The Greek practice of grafting their gods' names onto the planets was almost certainly borrowed from the Babylonians. The Babylonians named Phosphoros [Venus] after their goddess of love, Ishtar; Pyroeis [Mars] after their god of war, Nergal, Stilbon [Saturn] after their god of wisdom Nabu, and Phaethon [Jupiter] after their chief god, Marduk.[81] There are too many concordances between Greek and Babylonian naming conventions for them to have arisen separately.[21] The translation was not perfect. For instance, the Babylonian Nergal was a god of war, and thus the Greeks identified him with Ares. Unlike Ares, Nergal was also god of pestilence and the underworld.[82]

Today, most people in the western world know the planets by names derived from the Olympian pantheon of gods. Although modern Greeks still use their ancient names for the planets, other European languages, because of the influence of the Roman Empire and, later, the Catholic Church, use the Roman (Latin) names rather than the Greek ones. The Romans, who, like the Greeks, were Indo-Europeans, shared with them a common pantheon under different names but lacked the rich narrative traditions that Greek poetic culture had given their gods. During the later period of the Roman Republic, Roman writers borrowed much of the Greek narratives and applied them to their own pantheon, to the point where they became virtually indistinguishable.[83] When the Romans studied Greek astronomy, they gave the planets their own gods' names: Mercurius (for Hermes), Venus (Aphrodite), Mars (Ares), Iuppiter (Zeus) and Saturnus (Cronus). When subsequent planets were discovered in the 18th and 19th centuries, the naming practice was retained with Neptūnus (Poseidon). Uranus is unique in that it is named for a Greek deity rather than his Roman counterpart.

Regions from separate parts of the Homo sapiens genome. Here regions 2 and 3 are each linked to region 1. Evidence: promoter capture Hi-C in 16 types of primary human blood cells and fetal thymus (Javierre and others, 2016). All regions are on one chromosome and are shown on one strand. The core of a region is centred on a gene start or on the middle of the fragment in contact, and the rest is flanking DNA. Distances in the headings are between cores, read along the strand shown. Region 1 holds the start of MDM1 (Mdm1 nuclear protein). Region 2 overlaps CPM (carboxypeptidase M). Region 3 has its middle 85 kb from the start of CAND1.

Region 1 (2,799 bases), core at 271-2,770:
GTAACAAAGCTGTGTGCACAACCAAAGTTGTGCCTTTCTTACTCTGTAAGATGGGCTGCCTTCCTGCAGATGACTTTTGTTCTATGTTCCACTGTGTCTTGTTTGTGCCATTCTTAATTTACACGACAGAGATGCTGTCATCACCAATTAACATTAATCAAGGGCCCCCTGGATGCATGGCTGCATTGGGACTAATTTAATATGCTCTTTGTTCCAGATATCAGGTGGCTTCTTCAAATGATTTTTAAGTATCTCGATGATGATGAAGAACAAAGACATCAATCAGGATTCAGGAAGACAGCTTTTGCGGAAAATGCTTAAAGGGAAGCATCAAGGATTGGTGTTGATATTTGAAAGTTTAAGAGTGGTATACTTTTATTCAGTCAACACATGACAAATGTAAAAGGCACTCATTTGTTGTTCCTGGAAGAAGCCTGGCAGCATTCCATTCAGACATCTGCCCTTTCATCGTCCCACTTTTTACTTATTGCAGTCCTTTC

Some Romans, following a belief possibly originating in Mesopotamia but developed in Hellenistic Egypt, believed that the seven gods after whom the planets were named took hourly shifts in looking after affairs on Earth. The order of shifts went Saturn, Jupiter, Mars, Sun, Venus, Mercury, Moon (from the farthest to the closest planet).[84] Therefore, the first day was started by Saturn (1st hour), second day by Sun (25th hour), followed by Moon (49th hour), Mars, Mercury, Jupiter and Venus. Because each day was named by the god that started it, this is also the order of the days of the week in the Roman calendar after the Nundinal cycle was rejected – and still preserved in many modern languages.[85] In English, Saturday, Sunday, and Monday are straightforward translations of these Roman names. The other days were renamed after Tīw (Tuesday), Wōden (Wednesday), Þunor (Thursday), and Frīġ (Friday), the Anglo-Saxon gods considered similar or equivalent to Mars, Mercury, Jupiter, and Venus, respectively.